Aedes aegypti sialokinin facilitates mosquito blood feeding and modulates host immunity and vascular biology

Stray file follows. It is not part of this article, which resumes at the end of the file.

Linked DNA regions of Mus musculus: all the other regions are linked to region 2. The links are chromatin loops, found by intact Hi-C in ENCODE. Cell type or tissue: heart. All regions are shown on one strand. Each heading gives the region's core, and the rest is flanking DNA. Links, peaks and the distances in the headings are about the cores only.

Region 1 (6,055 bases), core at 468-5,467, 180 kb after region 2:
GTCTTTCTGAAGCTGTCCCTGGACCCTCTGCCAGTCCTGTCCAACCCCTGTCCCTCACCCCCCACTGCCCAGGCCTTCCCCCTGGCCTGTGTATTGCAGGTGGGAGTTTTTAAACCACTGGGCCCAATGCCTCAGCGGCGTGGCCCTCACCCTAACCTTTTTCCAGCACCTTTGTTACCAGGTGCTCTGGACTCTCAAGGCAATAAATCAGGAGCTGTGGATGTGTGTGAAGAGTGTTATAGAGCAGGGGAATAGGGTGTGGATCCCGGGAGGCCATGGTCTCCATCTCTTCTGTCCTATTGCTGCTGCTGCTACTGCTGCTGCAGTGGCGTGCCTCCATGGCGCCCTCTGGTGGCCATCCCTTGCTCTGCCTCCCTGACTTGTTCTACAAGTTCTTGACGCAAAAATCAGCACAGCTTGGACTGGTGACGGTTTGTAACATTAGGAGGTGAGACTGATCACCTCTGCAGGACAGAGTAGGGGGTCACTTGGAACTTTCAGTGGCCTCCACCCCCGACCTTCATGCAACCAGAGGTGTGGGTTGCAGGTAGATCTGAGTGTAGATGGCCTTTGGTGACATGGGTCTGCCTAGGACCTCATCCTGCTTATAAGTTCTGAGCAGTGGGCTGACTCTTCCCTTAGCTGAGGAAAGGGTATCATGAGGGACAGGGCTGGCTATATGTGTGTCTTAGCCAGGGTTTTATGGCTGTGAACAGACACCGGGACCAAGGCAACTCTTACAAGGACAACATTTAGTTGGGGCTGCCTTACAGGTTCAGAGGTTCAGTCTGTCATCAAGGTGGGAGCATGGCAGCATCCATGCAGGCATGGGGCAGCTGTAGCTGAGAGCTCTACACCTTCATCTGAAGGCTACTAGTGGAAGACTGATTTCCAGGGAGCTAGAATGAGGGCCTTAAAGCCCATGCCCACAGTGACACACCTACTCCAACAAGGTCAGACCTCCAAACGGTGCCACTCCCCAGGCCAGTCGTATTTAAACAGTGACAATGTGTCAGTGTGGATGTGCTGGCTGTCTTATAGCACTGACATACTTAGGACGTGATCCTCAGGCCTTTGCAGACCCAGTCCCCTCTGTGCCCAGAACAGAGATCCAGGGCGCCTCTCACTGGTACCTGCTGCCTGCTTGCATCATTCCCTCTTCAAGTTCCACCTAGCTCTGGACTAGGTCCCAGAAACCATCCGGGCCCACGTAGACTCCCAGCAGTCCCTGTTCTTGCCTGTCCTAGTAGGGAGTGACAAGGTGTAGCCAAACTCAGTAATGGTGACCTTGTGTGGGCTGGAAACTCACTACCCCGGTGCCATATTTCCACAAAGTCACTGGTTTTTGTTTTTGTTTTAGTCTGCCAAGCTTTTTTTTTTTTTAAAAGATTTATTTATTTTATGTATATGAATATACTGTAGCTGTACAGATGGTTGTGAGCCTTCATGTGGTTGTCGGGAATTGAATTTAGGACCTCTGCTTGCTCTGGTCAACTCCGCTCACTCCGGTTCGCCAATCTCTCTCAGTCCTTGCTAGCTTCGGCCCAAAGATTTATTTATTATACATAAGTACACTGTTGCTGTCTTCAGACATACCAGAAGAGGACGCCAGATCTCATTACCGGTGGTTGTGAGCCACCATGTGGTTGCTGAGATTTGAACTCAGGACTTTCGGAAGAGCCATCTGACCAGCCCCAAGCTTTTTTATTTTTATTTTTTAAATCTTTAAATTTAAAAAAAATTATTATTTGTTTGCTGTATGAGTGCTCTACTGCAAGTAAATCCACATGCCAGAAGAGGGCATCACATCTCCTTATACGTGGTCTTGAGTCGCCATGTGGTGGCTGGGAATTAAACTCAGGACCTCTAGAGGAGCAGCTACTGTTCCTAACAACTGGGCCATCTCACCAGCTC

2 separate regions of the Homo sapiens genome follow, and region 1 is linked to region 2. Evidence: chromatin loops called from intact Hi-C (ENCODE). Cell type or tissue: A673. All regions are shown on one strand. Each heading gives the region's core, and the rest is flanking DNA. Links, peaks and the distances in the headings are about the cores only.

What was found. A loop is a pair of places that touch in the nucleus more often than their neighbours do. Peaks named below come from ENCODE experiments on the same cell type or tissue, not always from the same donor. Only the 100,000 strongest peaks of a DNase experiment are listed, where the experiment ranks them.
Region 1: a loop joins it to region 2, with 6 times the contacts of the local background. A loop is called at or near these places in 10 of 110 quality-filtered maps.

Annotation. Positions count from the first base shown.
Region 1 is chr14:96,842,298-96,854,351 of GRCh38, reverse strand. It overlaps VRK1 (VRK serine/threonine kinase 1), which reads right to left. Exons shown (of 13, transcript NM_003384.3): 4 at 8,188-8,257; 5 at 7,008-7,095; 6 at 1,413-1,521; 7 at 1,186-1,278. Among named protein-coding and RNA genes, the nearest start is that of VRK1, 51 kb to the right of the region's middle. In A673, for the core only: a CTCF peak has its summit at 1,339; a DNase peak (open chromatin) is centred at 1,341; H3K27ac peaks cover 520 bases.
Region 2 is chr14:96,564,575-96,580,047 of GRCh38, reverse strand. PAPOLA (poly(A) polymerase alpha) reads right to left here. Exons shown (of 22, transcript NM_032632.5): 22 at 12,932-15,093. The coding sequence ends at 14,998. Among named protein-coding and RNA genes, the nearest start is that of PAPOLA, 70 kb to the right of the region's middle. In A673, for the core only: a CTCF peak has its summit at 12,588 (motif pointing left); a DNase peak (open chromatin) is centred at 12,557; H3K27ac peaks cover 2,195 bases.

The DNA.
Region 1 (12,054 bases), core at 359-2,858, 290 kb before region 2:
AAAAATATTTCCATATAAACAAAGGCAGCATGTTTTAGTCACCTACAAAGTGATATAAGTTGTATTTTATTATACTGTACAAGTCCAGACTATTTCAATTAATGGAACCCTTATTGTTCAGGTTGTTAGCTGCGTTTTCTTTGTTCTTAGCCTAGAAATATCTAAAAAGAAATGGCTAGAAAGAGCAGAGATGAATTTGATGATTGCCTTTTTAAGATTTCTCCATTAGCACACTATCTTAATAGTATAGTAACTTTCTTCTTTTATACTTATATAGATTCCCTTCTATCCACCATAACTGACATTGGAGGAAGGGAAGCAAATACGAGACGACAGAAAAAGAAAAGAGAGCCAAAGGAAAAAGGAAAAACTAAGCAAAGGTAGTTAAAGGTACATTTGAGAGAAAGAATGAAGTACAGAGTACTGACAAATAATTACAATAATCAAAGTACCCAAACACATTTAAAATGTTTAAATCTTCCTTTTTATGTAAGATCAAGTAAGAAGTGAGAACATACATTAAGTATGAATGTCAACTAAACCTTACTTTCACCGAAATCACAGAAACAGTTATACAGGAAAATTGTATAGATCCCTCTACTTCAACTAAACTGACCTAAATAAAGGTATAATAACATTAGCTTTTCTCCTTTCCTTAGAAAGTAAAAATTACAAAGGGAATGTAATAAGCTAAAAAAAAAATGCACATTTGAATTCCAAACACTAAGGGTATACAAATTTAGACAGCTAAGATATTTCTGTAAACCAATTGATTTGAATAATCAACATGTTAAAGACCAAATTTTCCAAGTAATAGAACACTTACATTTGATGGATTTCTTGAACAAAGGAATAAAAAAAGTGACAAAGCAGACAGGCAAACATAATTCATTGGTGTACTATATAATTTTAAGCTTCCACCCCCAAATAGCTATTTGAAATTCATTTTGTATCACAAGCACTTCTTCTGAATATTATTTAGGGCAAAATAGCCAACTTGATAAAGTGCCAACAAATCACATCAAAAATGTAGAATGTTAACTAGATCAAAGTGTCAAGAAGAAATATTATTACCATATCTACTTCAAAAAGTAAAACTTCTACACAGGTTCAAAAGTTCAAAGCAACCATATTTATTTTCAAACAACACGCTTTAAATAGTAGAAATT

Saliva from mosquitoes contains vasodilators that antagonize vasoconstrictors produced at the bite site. Sialokinin is a vasodilator present in the saliva of Aedes aegypti. Here, we investigate its function and describe its mechanism of action during blood feeding. Sialokinin induces nitric oxide release similar to substance P. Sialokinin-KO mosquitoes produce lower blood perfusion than parental mosquitoes at the bite site during probing and have significantly longer probing times, which result in lower blood feeding success. In contrast, there is no difference in feeding between KO and parental mosquitoes when using artificial membrane feeders or mice that are treated with a substance P receptor antagonist, confirming that sialokinin interferes with host hemostasis via NK1R signaling. While sialokinin-KO saliva does not affect virus infection in vitro, it stimulates macrophages and inhibits leukocyte recruitment in vivo. This work highlights the biological functionality of salivary proteins in blood feeding.